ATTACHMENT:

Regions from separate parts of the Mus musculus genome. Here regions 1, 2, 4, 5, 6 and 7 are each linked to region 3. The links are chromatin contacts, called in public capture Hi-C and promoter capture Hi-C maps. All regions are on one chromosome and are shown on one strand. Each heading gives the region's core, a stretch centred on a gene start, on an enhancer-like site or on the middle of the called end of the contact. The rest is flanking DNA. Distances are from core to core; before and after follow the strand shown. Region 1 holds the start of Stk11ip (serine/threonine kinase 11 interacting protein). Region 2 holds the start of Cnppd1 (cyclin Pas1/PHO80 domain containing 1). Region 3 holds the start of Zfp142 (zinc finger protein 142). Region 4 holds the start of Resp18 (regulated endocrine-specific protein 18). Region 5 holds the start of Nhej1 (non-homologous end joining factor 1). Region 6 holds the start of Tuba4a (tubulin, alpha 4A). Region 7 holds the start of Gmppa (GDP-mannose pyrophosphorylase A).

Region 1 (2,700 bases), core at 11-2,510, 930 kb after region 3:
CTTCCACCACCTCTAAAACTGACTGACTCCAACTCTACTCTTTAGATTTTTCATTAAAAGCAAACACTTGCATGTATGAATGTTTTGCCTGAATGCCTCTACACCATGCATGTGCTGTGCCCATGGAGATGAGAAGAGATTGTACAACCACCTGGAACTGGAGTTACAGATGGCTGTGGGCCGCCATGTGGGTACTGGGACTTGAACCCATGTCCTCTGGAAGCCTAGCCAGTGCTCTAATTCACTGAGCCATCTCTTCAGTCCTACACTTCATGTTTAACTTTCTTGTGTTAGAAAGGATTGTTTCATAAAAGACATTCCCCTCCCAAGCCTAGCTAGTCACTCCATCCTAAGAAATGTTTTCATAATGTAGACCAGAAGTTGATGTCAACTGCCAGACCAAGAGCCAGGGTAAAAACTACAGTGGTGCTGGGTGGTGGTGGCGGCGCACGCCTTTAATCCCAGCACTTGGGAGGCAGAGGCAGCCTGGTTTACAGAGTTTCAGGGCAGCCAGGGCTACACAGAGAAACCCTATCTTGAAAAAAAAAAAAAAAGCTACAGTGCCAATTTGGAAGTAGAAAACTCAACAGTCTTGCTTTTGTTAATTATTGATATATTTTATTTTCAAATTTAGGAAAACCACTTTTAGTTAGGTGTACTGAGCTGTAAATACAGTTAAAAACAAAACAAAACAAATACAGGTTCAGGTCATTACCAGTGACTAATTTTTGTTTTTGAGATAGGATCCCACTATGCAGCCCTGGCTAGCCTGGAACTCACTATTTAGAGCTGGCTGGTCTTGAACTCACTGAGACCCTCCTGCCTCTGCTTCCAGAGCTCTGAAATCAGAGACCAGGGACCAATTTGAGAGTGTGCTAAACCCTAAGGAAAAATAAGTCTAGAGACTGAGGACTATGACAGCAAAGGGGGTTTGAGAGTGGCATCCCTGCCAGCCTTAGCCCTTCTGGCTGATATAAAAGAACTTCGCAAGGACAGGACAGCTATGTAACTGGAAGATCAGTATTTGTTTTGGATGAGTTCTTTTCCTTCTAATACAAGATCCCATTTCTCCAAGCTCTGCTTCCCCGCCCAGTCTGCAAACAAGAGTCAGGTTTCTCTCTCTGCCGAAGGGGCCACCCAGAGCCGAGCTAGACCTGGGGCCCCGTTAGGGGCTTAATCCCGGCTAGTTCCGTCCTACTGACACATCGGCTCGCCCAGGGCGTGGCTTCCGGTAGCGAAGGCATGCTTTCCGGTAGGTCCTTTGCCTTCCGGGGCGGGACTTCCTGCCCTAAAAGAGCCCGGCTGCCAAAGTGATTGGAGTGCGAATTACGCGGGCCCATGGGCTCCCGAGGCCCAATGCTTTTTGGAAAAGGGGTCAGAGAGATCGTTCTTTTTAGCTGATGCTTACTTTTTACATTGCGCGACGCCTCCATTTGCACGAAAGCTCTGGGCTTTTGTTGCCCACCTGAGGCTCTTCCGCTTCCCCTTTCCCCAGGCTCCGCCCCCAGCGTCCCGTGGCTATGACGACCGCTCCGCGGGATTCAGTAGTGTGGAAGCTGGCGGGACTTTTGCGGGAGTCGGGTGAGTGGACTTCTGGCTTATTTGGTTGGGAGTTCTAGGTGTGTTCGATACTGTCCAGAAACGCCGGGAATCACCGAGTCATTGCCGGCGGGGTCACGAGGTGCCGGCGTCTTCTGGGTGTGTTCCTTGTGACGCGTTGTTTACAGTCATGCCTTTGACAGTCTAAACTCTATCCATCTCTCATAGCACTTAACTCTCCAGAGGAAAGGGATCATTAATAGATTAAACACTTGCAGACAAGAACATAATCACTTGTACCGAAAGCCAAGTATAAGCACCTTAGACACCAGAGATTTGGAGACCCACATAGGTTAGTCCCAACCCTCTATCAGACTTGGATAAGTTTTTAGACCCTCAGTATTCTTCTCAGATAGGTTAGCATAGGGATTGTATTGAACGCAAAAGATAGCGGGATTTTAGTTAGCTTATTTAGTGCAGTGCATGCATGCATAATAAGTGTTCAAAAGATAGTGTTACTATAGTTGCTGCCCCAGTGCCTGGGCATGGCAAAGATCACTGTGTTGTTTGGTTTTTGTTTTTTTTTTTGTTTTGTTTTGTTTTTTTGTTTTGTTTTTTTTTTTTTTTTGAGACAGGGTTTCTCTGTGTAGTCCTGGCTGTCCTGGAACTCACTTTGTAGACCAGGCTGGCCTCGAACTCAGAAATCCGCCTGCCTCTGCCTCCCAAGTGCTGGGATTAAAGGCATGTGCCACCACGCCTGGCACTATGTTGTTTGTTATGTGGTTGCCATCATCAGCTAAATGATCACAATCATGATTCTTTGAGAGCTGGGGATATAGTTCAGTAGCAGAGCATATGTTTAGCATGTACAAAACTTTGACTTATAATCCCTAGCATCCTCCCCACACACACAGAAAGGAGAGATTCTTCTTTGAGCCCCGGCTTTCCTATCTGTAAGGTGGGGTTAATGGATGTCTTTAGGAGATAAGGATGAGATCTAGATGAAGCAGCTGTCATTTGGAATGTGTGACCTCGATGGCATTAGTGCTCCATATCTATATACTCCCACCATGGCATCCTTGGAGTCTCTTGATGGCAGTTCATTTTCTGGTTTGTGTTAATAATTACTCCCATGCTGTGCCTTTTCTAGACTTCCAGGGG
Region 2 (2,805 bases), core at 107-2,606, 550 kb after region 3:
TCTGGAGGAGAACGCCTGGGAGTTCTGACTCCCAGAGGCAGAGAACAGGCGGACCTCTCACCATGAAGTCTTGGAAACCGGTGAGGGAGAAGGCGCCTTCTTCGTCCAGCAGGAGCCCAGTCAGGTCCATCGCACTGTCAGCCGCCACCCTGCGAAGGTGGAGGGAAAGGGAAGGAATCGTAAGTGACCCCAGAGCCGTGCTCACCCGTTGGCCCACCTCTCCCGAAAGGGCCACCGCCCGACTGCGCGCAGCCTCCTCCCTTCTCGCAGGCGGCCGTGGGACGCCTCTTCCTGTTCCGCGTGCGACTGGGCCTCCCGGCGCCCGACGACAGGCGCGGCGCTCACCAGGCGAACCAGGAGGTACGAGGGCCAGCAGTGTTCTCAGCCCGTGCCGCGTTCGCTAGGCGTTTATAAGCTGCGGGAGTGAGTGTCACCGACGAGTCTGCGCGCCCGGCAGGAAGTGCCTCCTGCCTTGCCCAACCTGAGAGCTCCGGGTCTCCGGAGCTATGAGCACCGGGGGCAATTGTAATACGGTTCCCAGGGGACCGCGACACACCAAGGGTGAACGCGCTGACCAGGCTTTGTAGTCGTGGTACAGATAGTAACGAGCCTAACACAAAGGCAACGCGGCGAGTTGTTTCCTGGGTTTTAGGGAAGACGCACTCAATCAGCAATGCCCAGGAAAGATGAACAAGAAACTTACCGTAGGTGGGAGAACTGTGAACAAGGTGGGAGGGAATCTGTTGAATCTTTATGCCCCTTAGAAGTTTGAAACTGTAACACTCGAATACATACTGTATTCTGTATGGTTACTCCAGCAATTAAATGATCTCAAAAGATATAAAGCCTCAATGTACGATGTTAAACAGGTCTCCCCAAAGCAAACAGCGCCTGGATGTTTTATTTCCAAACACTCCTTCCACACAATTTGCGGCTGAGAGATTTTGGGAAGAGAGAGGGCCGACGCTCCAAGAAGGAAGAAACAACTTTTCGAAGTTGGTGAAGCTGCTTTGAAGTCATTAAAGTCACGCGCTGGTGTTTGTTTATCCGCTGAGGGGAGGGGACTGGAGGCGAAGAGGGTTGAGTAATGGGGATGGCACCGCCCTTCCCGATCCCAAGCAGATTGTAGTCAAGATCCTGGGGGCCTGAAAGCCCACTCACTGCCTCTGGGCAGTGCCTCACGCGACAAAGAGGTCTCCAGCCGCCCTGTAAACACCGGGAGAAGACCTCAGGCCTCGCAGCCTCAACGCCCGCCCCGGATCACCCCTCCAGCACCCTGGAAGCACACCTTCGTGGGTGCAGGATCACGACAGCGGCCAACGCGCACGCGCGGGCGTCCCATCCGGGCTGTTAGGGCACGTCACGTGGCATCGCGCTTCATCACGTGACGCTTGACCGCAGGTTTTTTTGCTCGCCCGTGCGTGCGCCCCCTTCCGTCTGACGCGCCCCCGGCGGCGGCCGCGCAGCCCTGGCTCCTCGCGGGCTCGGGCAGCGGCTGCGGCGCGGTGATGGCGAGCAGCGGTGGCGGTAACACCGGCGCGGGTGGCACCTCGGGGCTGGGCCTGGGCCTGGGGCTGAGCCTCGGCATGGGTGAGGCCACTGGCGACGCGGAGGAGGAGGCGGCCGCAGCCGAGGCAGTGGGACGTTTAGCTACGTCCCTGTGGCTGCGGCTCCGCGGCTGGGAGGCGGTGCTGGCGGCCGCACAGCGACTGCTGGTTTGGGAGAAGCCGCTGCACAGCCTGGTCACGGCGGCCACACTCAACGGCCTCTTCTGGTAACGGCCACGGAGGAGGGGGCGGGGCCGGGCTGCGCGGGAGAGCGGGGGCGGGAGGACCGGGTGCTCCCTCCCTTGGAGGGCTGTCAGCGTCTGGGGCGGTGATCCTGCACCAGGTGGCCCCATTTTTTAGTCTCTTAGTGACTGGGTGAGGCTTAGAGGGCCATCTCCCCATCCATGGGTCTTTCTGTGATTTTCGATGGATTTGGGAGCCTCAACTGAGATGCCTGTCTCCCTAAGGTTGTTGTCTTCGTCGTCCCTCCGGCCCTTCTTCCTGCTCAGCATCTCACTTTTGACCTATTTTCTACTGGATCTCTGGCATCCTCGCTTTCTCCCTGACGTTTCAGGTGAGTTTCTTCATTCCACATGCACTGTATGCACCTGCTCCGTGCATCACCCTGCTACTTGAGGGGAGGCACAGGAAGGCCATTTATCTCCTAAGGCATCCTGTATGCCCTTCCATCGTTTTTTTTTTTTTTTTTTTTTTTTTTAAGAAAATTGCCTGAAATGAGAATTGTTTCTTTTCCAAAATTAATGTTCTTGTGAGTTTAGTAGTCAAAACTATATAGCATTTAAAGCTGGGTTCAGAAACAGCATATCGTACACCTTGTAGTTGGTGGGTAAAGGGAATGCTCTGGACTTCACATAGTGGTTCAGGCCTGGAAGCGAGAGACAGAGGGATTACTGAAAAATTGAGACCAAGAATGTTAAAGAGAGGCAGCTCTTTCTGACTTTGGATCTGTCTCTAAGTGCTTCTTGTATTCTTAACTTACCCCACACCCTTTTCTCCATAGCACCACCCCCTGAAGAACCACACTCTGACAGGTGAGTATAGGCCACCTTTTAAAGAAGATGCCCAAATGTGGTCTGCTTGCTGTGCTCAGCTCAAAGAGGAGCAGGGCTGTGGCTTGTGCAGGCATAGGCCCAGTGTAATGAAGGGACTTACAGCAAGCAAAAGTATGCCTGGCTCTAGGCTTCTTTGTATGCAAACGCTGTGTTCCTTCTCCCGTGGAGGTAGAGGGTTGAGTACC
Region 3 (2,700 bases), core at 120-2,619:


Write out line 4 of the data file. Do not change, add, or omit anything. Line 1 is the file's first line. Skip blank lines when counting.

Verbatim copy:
Region 2 (2,805 bases), core at 107-2,606, 550 kb after region 3: